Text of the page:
5. Filthy Habits-  This is a very straight-ahead arrangement.  Not very creative but very well executed and true to the original.
6. Twenty Small Cigars- Nice!  The texture is thick and the feeling is relaxed.  The bass player is probably on a fretted instrument but plays as if it were fretless, and finds a few tasty new counterpoint notes as well.  The drummer holds back perfectly, letting the song move itself.  (Nice drums overall, actually, and surprisingly good drum sound and mix for what apparantly is an 8 track recording.)  This cut is shimmering with Fender Rhodes-ish keyboard chords and mellow jazzy guitar.  Hypnotic.
7. Zoot Allures- A big phaser wash on the guitar opens this up with a surprise.  The drummer smacks those toms around much like Terry used to do.  This sounds more like the '75 version than what most bands cover, the '84 version.  Oops, I take that back, the solo section goes into '84 reggae.  Nice screamin' guitar solo, mixed kind of back, and not at all like Zappa.   Oops, surprise segue..
8.  King Kong- That segue nearly broke my neck.  That's OK, it keeps my ears on their toes.  They're doing the '84 arrangement of Kong.  But wait, not so fast, here we go right into:
9. Chunga's Revenge- pretty cool.. I've heard this song so much, though, it would take a devastating version to really impress me.  This one is a little thick on the keys for my taste.  They're playing it a whole lot better than I could, though.  I like the way they open up the arrangment during the solo.. the whole band improvs nicely during that part. They try a tricky modulation for one bar to segue back into...
10. King Kong Variations- Nice, this time it's the 60's version, no reggae this time around.  Very swinging, great cymbal work by mr. drums.. now the band is kind of morphing into a free-form spacy tango kind of thing with some Dr. Who-sounding keyboards exploring the space.  This drummer knows the exact function of a ride cymbal, THANK YOU drummer.  So far the improv on this track is very original and creative, and has taken the most liberties with the arrangement so far on the album.  Awesome guitar solo.  They do some good and original things with this song.
11. Yet another segue, they sure do like the album to do that.  I might add it's all done musically, as well, I don't think they attempt to edit the segues the way Frank did.  I'm almost certain they are played that way.  Anyways, here we go with a pedestrian rendetion of Mr. Grene Genes.  Actually this song is Son Of Mr. Green Genes, a modern version of the Hot Rats arrangement.  The performance is fine, I just wish they would have seen fit to take some liberties with the arrangement.  Solos: gutiar, keys, guitar.  If authenticity were what they were going for they would have done well with some vintage instruments.  There's just no replacement for a big fat Leslie speaker.  Vocals near the end are a nice touch!  I dig their accents. "Eet yo' grins.."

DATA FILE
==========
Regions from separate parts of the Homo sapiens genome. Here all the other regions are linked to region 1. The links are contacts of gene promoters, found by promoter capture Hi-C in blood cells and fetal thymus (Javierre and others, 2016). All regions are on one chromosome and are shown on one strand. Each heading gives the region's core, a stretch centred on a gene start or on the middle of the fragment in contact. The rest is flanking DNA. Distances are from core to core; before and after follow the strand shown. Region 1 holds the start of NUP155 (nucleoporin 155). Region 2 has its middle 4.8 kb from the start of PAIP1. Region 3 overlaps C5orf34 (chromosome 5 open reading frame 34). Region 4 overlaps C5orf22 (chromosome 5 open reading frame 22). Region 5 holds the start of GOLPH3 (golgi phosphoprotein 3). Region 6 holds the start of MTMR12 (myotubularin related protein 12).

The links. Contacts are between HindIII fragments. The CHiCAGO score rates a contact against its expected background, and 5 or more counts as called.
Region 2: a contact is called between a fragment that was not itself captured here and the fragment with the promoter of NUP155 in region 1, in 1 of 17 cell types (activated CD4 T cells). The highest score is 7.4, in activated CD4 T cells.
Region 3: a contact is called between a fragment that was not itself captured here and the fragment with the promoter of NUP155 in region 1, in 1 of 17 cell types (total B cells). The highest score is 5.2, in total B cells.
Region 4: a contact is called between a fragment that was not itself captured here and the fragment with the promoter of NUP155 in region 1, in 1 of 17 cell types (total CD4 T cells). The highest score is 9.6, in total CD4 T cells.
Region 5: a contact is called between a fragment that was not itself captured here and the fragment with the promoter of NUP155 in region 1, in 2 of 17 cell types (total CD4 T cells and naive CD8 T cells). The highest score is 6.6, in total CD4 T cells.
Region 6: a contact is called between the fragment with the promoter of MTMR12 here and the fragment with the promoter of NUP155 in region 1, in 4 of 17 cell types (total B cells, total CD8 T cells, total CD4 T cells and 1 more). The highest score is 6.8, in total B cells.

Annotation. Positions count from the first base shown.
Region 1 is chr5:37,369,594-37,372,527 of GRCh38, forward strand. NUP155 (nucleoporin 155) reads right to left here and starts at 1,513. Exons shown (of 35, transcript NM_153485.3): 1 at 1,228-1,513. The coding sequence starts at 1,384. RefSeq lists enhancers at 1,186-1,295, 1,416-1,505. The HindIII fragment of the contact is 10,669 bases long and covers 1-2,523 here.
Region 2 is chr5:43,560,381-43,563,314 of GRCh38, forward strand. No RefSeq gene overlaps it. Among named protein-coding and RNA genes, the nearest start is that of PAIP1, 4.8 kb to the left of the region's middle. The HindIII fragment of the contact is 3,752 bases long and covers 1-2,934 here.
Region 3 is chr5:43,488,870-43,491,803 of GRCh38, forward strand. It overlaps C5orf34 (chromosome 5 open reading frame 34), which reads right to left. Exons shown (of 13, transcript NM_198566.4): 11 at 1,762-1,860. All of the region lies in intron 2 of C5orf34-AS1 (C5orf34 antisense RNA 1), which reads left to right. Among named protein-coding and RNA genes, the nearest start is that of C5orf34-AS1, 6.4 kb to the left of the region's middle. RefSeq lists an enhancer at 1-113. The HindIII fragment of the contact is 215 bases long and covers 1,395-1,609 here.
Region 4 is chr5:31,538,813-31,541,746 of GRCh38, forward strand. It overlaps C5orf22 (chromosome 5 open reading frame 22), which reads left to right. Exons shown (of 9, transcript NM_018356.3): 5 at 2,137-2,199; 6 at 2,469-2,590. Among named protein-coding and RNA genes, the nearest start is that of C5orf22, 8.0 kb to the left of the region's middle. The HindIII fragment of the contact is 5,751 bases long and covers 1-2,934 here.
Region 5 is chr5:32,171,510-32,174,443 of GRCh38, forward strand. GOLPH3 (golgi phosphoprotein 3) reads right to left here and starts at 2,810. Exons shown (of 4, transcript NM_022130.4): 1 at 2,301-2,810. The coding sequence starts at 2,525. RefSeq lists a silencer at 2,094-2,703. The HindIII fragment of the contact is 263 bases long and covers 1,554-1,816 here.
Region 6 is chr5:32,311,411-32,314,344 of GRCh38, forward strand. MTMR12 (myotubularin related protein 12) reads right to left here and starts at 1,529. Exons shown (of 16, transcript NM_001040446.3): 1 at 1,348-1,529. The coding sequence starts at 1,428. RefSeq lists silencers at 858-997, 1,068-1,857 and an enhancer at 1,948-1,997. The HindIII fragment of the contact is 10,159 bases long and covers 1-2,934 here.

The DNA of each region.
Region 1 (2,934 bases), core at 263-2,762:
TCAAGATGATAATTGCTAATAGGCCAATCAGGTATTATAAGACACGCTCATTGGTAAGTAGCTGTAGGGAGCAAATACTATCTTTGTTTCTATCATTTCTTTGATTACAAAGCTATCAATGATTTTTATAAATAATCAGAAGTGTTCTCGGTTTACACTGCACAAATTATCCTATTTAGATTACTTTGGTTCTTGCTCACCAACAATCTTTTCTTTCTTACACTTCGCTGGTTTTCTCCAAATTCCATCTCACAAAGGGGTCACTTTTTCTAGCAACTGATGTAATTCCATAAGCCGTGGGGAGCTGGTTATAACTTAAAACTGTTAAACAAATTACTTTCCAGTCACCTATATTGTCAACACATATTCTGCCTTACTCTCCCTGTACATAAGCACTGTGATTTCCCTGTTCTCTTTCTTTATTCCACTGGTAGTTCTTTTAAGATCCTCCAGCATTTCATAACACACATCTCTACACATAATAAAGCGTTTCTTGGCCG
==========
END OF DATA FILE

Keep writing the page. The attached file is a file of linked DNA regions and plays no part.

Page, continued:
12. Sexual Harassment- A+ for title selection.. I don't think I've seen this song covered anywhere else.  This is a fun blues that the band apparantly enjoys to play.  Nice "vintage" psychedelic lead guitar tone.  It ends with a short teaser of "My Guitar".
13. Black Napkins- Great!  This sounds live as if it were in front of a crowd, but I don't think it is.  They've nailed the feeling of the late 70's performances of this song to it's essential mood.  Splendid Brecker-ish sax solo, and some original axe-grinding. The keyboard punches sound just like Tommy, and the backup vocals are perfect as well. This is the most accurate cover I've heard of this song.
14. Eat That Question- this is mercifully short, under a minute.  It starts off with a Devo texture, and rocks out the second time through, then segues into